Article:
Emanuel Swedenborg was born 29th Jan 1688 in Stockholm, to a Lutheran pastor. He studied medicine, astronomy, mathematics, natural sciences, Latin and Greek. Notable for his innovative intellect, he was hired as an assistant to Swedish inventor Christopher Polhem, and then introduced to King Charles XII, who appointed him to the Board of Mines.

Swedenborg initially published scientific and technical journals, such as Daedalus Hyperboreus, which contained many of his novel inventions like a flying machine. Further philosophical work included his Oeconomia Regni Animalis (Dynamics of the Soul’s Domain) in 1740, focusing on anatomy. His work demonstrated his pursuit to establish a relationship between the spiritual and physical spheres, through his notion of a 'spiritual fluid' in all living beings, originating from God.

While working on subsequent works on anatomy, he encountered a spiritual crisis, experiencing dreams and visions while sleeping, interpreting them as divine interaction. In April 1745 he began experiencing the same visions, but while fully awake. He subsequently began to record his experiences and asserted that he was in communication with the spiritual world. He attempted to write on his new knowledge from the visions, but he never published them, and refused a promotion and asked the King whether he could be disbanded from the Board of Mines so that he could continue his theological writing.

His first theological work, Arana Coelestia (Secrets of Heaven) was published in 1749 in London, feeling London held the appropriate intellectual atmosphere for his new way of looking at religious scripture. Swedenborg explored the meaning of the Bible and asserts that it should not be taken literally, but that all aspects have an inner spiritual meaning, or as he calls is a “correspondence.” He further explored topics of the afterlife, extra-terrestrial activity, and his concept of the Last Judgement as a spiritual event for spirits who had intruded into heaven to be sent to hell. He claimed to have witnessed this Last Judgment event in 1757. Swedenborg’s works did not receive initial attention, and were published anonymously, but after 1759 Swedenborg’s spiritual experiences were more widely well-known. Public incidents involving his experiences placed him in the centre of Swedish debate, and led him to announce his authorship of his works.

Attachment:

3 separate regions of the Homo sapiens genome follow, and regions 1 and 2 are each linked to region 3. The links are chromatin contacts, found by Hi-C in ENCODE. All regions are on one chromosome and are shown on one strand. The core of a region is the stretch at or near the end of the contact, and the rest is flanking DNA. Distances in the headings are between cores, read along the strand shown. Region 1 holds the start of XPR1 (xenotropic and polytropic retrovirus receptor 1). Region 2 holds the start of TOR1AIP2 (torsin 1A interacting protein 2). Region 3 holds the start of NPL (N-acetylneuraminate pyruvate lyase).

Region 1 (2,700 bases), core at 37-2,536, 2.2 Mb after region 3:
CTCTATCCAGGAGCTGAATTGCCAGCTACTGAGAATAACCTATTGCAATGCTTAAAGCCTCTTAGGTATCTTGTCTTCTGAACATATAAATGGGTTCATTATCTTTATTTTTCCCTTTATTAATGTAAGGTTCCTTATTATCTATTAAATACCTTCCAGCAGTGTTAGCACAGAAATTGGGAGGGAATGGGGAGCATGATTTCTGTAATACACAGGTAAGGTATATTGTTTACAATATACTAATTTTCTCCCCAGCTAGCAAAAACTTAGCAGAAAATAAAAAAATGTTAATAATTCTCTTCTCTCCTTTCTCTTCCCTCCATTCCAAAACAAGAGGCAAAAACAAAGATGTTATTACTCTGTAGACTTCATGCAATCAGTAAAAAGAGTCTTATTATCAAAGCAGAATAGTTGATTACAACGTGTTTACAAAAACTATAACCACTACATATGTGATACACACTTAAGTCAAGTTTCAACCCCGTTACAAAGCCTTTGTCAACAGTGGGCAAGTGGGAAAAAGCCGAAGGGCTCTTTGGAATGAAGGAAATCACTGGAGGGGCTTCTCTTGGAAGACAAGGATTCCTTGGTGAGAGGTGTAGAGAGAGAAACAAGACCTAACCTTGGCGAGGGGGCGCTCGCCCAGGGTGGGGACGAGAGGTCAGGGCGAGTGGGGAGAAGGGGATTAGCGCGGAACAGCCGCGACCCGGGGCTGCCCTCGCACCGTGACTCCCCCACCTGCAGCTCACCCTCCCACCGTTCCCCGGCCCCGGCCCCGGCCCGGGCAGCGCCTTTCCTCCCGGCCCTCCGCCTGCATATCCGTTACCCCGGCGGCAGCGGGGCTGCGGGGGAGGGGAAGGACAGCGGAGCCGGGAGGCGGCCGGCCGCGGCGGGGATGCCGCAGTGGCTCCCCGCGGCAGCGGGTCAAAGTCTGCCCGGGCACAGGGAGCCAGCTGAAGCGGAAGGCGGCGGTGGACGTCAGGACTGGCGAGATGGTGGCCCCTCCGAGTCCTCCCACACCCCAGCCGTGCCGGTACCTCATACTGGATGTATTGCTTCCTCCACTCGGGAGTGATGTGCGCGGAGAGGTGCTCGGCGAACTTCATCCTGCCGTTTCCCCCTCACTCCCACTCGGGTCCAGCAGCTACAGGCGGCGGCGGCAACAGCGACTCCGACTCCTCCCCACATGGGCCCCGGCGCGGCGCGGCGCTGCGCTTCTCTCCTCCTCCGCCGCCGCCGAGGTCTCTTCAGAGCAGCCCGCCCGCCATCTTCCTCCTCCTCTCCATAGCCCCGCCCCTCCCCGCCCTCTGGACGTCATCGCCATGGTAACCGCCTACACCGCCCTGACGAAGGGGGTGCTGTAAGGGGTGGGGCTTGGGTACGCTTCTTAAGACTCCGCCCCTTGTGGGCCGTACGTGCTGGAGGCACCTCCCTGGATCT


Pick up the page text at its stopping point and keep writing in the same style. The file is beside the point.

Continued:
Swedenborg went on to publish further theological works; Divine Love and Wisdom (1763), Divine Providence (1764), Revelation Unveiled (1766), and Marriage Love (1768). The first debates the nature of God, connecting with his early works, however the second explores free will and the nature of evil and suffering. The third further explores the Bible’s internal meanings, as well as including experiences of angels, devils, and spirits, for the first time in his work. The last title explores love between sexes, including non-marital relations and asserts the complimentary relationship between the masculine and feminine anatomies.

His works were written in Latin and published outside Sweden, in order to evade censorship, as he was legally not allowed to contradict any Lutheran teachings. Two of Swedenborg’s followers were charged with heresy in 1769 after translating some of Swedenborg’s ideas into Swedish. However, in 1770 it was concluded that his books did not display heresy. They were banned though, due to allegations that they contained 'errors of doctrine.' As a result of the charges, Swedenborg began writing True Christianity (1771) to explore the relationship between his theology and Lutheran ideals. Swedenborg argues there are five phases in spiritual history, from the ancient ‘spiritual infancy’ of humans, in touch with God, to the fourth phase where humans held Christian teaching but had been corrupted by human misinterpretation. In the fifth age, a new religion would evolve, containing a clear and direct understanding of spiritual truth.

Shortly after The Christianity was finished, Swedenborg had a stroke, and while he recovered, he then predicted his death correctly, dying on 29th March 1772.